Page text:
Consumer Alert: Beware of scams on job sites
ROCHESTER, N.Y. (WHEC) — It’s a job seeker’s dream. You post your resume and immediately you begin getting text messages from a potential employer.
When that happened to one area resident, she immediately got suspicious.
"I started receiving text messages from someone who claimed to be with a company," said Lora Gunkel.
Gunkel has experience as an executive assistant and is looking for a job that will allow her to work from home.
The text message was from a man who called himself Daniel Wilson. He said he worked for Cormay, a company based in Poland. He claimed to have found her resume on Indeed.
Gunkel knew that it was very unlikely that an employer would contact her by text message, but she decided to play along with the scammer.
“They sent me to an interview process on Skype via text only," she said.
That was a big red flag. The so-called interview was a description of Cormay. The scammer wrote, “Our clinical chemistry portfolio includes a full range of routine and sophisticated immunochemistry tests essential for accurate diagnosis, treatment and monitoring of patients.” I soon discovered the scammer had copied the description straight from the company’s website.
"The company supposedly is trying to expand here in the U.S,” Gunkel said the scammer told her. “And in order to do so in the U.S., they want to hire people to work remotely from home."
The scammer claimed the job paid $35 an hour. Almost immediately, she got an official-looking offer letter followed by a text message with instructions. The scammer said he was going to email her a check.
"I was supposed to deposit [it] into my checking account, less $100 for a sign-on bonus. And once that check cleared I was supposed to go purchase the items that he requested."
The text message said he wanted her to buy “soft-wares”. Of course, his misspelling and attempt to make the word plural was another red flag. Had she wired the money for that so-called software, the bank would have later discovered the check was fake. And Gunkel would have been on the hook for the cash.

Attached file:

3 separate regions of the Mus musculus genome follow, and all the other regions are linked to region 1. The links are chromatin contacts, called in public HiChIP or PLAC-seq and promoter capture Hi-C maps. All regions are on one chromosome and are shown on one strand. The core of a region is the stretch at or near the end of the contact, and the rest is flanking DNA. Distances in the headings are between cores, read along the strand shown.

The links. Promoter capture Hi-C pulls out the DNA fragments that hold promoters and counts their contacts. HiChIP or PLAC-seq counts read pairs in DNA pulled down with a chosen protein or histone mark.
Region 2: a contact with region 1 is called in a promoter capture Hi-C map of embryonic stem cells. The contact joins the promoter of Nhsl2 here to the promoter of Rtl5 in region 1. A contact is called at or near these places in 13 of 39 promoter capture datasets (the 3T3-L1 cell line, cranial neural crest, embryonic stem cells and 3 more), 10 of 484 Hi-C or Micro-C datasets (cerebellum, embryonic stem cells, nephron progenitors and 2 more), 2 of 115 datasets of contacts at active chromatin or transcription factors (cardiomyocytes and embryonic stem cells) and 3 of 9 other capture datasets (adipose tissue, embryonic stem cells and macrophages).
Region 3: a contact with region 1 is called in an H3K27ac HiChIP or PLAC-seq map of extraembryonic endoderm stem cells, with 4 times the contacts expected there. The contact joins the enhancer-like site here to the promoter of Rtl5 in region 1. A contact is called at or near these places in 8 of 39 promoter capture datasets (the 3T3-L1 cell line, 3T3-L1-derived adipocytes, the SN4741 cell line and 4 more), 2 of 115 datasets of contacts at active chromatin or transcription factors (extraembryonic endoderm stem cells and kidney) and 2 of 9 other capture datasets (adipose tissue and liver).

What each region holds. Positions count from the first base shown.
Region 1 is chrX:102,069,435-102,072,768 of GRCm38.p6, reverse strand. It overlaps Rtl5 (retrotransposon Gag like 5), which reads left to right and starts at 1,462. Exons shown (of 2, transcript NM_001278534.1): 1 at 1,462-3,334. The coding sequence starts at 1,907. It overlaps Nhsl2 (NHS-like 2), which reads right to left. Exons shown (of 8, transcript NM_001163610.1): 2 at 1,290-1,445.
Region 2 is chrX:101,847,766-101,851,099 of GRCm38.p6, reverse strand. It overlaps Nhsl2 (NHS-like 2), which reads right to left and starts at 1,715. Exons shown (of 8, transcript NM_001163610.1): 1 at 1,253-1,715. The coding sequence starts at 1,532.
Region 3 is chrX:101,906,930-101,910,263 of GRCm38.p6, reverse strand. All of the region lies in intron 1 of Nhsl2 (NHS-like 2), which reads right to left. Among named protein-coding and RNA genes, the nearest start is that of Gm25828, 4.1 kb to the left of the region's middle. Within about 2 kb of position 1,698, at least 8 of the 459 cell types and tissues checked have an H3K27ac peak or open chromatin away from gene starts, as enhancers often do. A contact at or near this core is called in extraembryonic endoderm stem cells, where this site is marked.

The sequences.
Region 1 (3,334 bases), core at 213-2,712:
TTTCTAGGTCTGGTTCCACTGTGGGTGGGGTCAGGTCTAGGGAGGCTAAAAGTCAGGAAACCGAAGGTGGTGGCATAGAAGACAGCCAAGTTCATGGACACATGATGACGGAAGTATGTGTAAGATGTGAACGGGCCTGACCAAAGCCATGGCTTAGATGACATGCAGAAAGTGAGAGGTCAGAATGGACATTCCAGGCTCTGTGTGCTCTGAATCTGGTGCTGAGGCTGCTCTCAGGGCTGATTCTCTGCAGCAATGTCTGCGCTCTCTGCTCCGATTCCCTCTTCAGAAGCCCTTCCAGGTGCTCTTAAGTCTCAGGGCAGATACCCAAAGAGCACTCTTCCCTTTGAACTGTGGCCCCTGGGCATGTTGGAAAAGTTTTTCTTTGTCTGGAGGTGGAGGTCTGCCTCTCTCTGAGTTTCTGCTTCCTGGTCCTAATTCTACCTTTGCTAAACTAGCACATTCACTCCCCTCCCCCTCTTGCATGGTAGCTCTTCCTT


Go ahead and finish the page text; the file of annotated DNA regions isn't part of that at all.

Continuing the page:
The FTC calls this a fake check scam. And it happens far too often. The victim gets a check and is told to deposit it. After it “clears” in 24 hours, the victim is supposed to send money to someone for some alleged job-related task. But by law banks have to give you immediate access to the money. That doesn’t mean the check has actually cleared. It can take days or weeks for banks to realize a check is fake.
Gunkel didn’t fall for it. So then the scammer tried to get her to put $200 on a OneVanilla prepaid card and text him the code which would have given him access to the money. But the scammer had another elaborate explanation.
"It was simply to activate the software, and that the company would reimburse me for all of this," Gunkel recalled being told.
The experts at PCMag.com say that was a huge red flag.
“Never turn over money to a would-be employer, said Chandra Steele, a writer with the website. “If something is a real job they’re not going to ask for that."
She says posting on job sites comes with some risk. Steele has this advice.
"Create a separate email address for your job search so that’s it’s not tied to your other personal information is the best way to go," said Steele.
We reached out to Indeed. This was the company’s response:
“Indeed puts job seekers at the heart of everything we do. We have a dedicated search quality team who goes to extraordinary lengths deploying a variety of techniques to assess the suitability and validity of job listings. Indeed removes tens of millions of job listings each month that do not meet our quality guidelines. In addition, Indeed will not do business with an employer if their job listings do not pass our stringent quality guidelines. We encourage job seekers to report any suspicious job advertisements to us, or if they feel it necessary, to make a report to the police. We encourage all job seekers to review our Guidelines for a Safe Job Search.”
Clearly, it’s up to us, as consumers, to recognize the signs of a job scam. By the way, Gunkel finally told the scammer she was onto him, and he texted some choice words I don’t care to repeat.